Yet everything Candice tries to get her parents to perk up and get on together falls flat, even cooking dinner and arranging surprise trips.

Overachiever Candice is a bit uncool among her classmates, and it’s another issue. Perhaps the amazing vocabulary she has at her disposal is annoying? She uses words like ‘pizzazz’, ‘breach’, ‘schism’, ‘whopping’, and ‘lack thereof’, and she pronounces the letter H as ‘aytch’, not ‘haytch’.

The next class assignment seems made-to-measure for Candice. Miss Bamford (Miriam Margolyes makes an unforgettable though very brief appearance) sets class the task of a presentation about a letter of the alphabet. Candice is assigned the letter ‘h’.

Thankfully, she has become besties with another strange kid at school, Douglas Benson from Another Dimension, the only kid who willingly sits next to her in class. As they explore a nearby pine forest, creaking and sighing in the wind, they can let their imaginations rip. Wesley Patten as Douglas is really good too.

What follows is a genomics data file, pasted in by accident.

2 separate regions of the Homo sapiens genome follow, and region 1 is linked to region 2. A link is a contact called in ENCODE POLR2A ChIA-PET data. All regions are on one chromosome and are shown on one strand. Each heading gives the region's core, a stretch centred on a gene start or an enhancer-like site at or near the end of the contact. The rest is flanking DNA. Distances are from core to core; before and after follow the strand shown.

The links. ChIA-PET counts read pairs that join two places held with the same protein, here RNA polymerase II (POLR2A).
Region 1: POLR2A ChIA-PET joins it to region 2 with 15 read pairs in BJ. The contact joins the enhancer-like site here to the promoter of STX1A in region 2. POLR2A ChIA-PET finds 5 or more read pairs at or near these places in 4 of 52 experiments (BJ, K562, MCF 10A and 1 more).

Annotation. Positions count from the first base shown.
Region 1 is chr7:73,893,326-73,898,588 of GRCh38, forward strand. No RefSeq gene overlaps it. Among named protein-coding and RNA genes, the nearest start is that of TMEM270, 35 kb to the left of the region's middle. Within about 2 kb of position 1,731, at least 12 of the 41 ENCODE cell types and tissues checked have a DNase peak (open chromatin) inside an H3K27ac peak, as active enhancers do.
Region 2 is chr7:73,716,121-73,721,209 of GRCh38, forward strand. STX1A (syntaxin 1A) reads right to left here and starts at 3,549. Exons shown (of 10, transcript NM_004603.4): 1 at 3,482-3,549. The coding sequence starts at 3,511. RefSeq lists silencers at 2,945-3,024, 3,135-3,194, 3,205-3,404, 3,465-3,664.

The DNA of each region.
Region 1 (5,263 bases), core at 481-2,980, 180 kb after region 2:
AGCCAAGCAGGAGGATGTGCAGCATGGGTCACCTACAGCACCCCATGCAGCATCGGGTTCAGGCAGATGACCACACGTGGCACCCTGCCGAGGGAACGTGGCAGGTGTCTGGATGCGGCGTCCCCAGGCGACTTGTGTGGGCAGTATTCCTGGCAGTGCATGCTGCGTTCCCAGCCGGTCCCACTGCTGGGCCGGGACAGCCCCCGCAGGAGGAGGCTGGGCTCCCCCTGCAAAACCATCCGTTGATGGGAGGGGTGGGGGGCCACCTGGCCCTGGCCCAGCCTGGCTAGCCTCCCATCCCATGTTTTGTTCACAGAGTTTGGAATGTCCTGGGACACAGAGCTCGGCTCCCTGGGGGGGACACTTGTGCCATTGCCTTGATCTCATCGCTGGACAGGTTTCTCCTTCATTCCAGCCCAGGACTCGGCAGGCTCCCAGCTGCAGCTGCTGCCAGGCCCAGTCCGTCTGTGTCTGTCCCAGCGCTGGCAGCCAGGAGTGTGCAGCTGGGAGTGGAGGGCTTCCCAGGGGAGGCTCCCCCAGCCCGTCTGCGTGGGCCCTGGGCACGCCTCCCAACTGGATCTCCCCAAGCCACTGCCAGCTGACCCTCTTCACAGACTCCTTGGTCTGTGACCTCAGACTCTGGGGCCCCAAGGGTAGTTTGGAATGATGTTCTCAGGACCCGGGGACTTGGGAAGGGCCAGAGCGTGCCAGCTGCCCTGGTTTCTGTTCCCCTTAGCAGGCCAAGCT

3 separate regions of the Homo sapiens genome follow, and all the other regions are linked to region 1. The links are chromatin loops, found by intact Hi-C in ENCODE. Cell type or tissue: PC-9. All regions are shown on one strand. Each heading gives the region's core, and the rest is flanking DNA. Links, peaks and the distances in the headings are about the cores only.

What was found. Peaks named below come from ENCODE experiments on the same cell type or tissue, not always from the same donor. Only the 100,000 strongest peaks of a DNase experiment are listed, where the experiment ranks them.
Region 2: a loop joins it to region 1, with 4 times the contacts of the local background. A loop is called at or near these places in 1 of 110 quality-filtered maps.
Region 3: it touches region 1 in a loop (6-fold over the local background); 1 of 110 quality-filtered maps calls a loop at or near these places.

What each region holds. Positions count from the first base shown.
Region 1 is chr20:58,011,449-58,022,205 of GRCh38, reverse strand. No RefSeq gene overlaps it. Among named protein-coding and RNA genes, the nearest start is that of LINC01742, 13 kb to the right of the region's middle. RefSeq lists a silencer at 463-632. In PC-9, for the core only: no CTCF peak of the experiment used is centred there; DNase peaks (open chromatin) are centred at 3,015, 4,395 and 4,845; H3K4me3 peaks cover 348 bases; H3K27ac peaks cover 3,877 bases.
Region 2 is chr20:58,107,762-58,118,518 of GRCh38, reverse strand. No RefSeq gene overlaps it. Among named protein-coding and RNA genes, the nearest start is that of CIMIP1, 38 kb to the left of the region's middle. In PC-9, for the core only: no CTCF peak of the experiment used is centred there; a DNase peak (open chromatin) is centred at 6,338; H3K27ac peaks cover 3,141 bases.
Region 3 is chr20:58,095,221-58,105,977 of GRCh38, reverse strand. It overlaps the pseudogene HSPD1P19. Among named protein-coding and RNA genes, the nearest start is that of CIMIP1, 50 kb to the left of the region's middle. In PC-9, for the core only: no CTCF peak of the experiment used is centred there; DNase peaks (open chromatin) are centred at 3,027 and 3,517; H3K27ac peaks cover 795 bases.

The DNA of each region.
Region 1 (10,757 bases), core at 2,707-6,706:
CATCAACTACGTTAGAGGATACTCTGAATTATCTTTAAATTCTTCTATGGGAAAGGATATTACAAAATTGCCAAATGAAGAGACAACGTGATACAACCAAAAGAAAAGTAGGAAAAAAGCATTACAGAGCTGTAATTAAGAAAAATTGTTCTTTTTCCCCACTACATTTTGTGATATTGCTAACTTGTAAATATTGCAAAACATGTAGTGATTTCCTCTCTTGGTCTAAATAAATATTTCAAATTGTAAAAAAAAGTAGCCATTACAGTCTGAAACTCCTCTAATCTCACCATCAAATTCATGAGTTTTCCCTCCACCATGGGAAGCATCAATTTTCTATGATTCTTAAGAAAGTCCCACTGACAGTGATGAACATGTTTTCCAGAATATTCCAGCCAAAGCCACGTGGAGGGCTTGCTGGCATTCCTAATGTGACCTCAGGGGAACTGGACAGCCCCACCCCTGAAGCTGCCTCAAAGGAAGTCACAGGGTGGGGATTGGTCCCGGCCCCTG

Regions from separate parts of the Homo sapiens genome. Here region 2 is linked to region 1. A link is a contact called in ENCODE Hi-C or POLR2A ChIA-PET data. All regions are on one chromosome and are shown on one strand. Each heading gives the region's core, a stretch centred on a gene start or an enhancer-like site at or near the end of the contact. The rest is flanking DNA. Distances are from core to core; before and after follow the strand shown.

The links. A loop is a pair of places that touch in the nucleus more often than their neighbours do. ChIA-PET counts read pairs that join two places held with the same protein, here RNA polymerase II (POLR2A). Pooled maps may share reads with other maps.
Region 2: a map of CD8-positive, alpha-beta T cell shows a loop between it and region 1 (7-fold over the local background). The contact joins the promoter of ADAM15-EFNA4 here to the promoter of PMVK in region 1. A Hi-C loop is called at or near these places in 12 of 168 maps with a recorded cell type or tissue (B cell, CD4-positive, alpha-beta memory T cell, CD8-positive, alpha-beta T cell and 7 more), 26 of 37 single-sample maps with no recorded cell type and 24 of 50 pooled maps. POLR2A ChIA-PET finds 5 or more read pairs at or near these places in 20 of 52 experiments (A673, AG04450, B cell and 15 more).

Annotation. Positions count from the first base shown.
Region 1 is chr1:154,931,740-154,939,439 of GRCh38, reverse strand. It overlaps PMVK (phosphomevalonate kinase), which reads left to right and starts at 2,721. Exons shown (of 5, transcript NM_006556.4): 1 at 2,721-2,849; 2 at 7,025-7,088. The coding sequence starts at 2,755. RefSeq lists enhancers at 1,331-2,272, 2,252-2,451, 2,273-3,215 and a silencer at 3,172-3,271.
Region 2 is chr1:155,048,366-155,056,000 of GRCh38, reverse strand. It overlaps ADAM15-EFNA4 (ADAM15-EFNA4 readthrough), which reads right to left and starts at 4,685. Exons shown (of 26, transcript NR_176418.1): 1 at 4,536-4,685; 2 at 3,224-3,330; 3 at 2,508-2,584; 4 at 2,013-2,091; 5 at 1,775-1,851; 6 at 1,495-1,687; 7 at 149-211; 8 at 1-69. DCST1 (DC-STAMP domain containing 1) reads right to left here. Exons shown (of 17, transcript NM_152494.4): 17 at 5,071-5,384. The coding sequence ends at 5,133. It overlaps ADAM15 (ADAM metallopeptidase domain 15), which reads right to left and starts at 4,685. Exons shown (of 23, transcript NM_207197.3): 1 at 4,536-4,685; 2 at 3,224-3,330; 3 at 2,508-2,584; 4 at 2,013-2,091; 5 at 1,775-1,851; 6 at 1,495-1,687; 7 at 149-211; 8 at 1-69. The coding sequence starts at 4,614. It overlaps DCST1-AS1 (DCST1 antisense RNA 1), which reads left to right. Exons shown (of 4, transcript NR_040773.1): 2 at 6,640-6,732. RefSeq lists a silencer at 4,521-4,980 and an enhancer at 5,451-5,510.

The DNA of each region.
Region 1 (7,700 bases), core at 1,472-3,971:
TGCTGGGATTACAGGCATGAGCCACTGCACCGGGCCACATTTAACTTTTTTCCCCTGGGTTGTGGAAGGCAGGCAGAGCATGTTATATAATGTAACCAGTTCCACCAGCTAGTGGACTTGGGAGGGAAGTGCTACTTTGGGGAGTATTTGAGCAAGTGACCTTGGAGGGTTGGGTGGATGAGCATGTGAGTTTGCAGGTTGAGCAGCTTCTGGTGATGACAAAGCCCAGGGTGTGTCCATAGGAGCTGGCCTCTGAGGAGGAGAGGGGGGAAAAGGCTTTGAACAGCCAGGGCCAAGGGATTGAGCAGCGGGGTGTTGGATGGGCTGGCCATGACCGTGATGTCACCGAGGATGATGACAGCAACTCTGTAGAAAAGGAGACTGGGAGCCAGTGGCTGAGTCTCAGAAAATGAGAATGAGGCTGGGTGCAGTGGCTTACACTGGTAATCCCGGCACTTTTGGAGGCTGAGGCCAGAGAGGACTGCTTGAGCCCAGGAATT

A white miniature horse keeps them company. It’s no unicorn, and if not exactly magical, it could have drifted in from another world, perhaps the dimension that Douglas wants to revisit?

Douglas Benson from Another Dimension, has issues of his own but his kind mother, played by wonderful Deborah Mailman, has warmth and empathy to spare for Candice.

The film looks great. I loved the occasional symmetry of the framings. A richly imagined world thanks to art direction (Marita Mussett) production design (Nicki Gardiner) and the cinematography by Bonnie Elliott and Rick Rifici (Breath), all brought together by director John Sheedy who is highly regarded in the world of theatre and opera.